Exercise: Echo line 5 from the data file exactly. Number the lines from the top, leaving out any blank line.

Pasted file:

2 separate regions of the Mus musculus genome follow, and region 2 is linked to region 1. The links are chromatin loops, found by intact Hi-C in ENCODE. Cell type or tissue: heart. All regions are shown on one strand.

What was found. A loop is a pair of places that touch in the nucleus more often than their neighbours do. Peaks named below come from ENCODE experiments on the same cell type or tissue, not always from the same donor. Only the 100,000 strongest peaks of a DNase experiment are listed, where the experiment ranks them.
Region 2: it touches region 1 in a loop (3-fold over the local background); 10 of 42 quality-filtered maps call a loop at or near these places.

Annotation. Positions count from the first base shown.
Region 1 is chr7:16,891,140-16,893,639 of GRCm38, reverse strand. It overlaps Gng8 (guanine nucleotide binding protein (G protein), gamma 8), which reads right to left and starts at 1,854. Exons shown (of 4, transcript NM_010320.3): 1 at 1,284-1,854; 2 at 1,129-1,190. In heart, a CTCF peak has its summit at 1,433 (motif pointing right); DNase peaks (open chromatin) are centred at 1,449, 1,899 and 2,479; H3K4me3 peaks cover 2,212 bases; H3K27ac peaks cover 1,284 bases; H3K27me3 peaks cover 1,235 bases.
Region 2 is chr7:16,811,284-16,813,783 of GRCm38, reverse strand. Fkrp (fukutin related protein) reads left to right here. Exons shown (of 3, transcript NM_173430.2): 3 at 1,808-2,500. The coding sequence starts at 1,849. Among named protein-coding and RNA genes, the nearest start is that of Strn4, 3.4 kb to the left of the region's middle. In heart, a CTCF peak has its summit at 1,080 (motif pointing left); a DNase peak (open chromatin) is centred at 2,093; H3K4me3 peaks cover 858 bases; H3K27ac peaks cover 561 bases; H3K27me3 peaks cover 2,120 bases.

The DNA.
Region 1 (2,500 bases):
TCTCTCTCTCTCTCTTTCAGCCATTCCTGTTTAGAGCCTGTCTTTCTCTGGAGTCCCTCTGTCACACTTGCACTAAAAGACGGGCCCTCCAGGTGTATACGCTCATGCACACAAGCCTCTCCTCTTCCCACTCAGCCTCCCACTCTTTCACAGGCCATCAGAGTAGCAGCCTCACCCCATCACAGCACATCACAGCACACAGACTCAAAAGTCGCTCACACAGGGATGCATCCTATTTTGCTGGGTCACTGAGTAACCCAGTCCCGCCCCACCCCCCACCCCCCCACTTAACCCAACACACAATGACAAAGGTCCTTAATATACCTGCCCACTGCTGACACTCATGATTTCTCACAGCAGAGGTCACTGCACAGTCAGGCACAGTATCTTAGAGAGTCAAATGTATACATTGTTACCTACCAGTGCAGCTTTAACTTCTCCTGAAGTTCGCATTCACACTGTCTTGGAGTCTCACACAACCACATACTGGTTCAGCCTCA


Region 1 is chr7:16,891,140-16,893,639 of GRCm38, reverse strand. It overlaps Gng8 (guanine nucleotide binding protein (G protein), gamma 8), which reads right to left and starts at 1,854. Exons shown (of 4, transcript NM_010320.3): 1 at 1,284-1,854; 2 at 1,129-1,190. In heart, a CTCF peak has its summit at 1,433 (motif pointing right); DNase peaks (open chromatin) are centred at 1,449, 1,899 and 2,479; H3K4me3 peaks cover 2,212 bases; H3K27ac peaks cover 1,284 bases; H3K27me3 peaks cover 1,235 bases.